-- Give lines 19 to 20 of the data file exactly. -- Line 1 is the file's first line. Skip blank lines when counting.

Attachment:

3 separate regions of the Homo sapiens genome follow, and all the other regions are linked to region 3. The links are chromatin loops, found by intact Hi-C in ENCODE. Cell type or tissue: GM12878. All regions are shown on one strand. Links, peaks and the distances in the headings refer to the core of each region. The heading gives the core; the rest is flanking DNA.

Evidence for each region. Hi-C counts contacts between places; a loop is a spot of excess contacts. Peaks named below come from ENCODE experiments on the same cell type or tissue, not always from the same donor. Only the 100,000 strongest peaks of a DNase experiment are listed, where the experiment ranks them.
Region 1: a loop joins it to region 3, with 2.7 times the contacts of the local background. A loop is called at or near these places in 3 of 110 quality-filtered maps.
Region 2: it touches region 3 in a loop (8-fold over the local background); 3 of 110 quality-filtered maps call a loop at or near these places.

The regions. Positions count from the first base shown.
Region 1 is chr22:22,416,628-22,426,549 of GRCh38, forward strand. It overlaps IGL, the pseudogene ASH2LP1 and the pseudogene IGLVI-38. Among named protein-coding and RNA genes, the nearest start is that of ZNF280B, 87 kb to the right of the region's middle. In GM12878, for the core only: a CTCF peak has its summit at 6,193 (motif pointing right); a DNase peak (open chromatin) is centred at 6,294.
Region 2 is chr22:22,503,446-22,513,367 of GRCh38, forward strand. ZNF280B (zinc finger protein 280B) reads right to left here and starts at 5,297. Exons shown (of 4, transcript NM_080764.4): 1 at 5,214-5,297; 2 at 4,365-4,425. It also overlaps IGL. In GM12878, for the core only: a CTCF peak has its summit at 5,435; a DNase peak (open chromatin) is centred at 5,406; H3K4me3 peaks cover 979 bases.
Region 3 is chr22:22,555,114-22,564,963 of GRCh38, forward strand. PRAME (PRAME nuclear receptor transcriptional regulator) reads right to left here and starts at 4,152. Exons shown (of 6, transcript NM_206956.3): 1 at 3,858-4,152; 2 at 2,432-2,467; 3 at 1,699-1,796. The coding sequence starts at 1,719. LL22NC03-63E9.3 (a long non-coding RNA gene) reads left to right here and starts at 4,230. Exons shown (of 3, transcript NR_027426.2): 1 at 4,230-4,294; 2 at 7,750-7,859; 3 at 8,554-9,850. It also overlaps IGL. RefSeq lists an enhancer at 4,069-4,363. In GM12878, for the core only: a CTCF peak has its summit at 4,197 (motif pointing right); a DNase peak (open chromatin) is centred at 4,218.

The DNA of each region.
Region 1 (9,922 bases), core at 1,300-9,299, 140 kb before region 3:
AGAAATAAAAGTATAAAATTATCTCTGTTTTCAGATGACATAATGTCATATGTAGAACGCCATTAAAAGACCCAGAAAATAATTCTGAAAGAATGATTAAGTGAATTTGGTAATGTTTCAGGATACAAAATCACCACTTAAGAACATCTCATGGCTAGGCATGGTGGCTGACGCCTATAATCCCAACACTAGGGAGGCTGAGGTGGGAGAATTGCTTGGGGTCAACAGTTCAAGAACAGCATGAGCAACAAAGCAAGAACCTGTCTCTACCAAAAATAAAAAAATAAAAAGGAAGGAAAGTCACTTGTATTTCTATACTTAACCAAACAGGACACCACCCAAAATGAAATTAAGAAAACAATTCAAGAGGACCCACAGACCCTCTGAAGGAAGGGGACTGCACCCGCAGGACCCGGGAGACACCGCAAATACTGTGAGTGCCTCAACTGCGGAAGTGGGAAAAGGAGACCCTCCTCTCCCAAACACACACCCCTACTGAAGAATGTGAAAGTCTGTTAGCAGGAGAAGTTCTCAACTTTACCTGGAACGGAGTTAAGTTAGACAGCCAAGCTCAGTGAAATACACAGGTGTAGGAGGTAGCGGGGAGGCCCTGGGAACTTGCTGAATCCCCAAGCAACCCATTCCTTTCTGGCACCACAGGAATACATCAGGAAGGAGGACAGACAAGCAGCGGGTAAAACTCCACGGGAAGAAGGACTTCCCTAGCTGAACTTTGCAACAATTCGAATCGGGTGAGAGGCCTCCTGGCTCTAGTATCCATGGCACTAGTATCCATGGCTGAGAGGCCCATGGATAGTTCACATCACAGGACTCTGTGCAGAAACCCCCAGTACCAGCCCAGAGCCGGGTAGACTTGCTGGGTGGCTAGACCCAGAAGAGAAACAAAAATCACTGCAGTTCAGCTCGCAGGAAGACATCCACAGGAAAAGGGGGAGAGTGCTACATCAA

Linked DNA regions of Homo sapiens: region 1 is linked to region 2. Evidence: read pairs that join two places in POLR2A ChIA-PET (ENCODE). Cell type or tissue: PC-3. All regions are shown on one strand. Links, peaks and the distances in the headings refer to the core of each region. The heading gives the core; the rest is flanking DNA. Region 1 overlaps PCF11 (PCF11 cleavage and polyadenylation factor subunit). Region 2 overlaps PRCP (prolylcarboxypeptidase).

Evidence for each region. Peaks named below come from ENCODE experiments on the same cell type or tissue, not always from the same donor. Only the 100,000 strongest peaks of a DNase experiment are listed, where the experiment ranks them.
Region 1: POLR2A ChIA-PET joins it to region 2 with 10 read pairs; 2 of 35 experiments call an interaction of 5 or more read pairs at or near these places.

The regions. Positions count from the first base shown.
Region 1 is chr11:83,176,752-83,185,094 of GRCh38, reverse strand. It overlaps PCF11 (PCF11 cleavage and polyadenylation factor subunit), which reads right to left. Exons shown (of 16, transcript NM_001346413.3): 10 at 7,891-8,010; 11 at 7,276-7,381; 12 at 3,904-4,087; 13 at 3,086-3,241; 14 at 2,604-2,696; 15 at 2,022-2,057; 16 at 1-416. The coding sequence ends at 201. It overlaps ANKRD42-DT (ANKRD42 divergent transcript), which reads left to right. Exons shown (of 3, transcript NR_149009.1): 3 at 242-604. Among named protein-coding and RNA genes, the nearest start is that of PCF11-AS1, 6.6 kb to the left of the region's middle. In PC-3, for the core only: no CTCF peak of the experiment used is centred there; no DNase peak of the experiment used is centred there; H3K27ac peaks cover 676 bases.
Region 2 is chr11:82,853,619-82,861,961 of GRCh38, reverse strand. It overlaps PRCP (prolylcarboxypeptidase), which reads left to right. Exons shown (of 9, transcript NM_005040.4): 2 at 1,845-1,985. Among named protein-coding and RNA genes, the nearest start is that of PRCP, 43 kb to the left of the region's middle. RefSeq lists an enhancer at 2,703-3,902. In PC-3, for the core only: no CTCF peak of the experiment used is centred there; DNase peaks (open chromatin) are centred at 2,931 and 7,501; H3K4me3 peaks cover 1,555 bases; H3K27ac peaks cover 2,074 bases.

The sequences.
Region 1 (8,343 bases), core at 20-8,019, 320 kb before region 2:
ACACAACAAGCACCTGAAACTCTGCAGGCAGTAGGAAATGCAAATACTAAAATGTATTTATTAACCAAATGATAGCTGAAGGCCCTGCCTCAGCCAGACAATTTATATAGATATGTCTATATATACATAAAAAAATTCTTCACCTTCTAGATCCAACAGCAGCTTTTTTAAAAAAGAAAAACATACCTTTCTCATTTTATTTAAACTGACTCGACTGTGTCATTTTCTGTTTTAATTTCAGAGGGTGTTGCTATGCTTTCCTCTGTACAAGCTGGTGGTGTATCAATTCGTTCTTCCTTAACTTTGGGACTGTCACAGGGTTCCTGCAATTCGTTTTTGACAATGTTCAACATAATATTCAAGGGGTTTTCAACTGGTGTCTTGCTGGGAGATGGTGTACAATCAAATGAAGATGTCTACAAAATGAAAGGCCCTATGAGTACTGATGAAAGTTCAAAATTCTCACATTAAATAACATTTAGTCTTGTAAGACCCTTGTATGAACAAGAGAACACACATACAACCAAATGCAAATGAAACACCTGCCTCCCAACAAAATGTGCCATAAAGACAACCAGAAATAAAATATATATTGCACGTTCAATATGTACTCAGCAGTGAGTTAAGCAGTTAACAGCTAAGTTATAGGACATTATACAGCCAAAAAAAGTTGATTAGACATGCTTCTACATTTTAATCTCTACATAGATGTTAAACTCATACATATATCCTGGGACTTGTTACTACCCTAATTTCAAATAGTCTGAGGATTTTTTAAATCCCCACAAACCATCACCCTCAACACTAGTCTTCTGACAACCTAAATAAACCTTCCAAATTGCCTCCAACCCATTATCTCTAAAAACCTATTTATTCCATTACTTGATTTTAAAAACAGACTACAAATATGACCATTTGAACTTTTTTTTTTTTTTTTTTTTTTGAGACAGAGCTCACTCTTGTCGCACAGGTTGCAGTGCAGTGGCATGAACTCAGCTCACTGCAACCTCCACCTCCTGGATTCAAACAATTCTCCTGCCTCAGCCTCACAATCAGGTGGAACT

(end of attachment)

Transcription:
Region 1 (8,343 bases), core at 20-8,019, 320 kb before region 2:
ACACAACAAGCACCTGAAACTCTGCAGGCAGTAGGAAATGCAAATACTAAAATGTATTTATTAACCAAATGATAGCTGAAGGCCCTGCCTCAGCCAGACAATTTATATAGATATGTCTATATATACATAAAAAAATTCTTCACCTTCTAGATCCAACAGCAGCTTTTTTAAAAAAGAAAAACATACCTTTCTCATTTTATTTAAACTGACTCGACTGTGTCATTTTCTGTTTTAATTTCAGAGGGTGTTGCTATGCTTTCCTCTGTACAAGCTGGTGGTGTATCAATTCGTTCTTCCTTAACTTTGGGACTGTCACAGGGTTCCTGCAATTCGTTTTTGACAATGTTCAACATAATATTCAAGGGGTTTTCAACTGGTGTCTTGCTGGGAGATGGTGTACAATCAAATGAAGATGTCTACAAAATGAAAGGCCCTATGAGTACTGATGAAAGTTCAAAATTCTCACATTAAATAACATTTAGTCTTGTAAGACCCTTGTATGAACAAGAGAACACACATACAACCAAATGCAAATGAAACACCTGCCTCCCAACAAAATGTGCCATAAAGACAACCAGAAATAAAATATATATTGCACGTTCAATATGTACTCAGCAGTGAGTTAAGCAGTTAACAGCTAAGTTATAGGACATTATACAGCCAAAAAAAGTTGATTAGACATGCTTCTACATTTTAATCTCTACATAGATGTTAAACTCATACATATATCCTGGGACTTGTTACTACCCTAATTTCAAATAGTCTGAGGATTTTTTAAATCCCCACAAACCATCACCCTCAACACTAGTCTTCTGACAACCTAAATAAACCTTCCAAATTGCCTCCAACCCATTATCTCTAAAAACCTATTTATTCCATTACTTGATTTTAAAAACAGACTACAAATATGACCATTTGAACTTTTTTTTTTTTTTTTTTTTTTGAGACAGAGCTCACTCTTGTCGCACAGGTTGCAGTGCAGTGGCATGAACTCAGCTCACTGCAACCTCCACCTCCTGGATTCAAACAATTCTCCTGCCTCAGCCTCACAATCAGGTGGAACT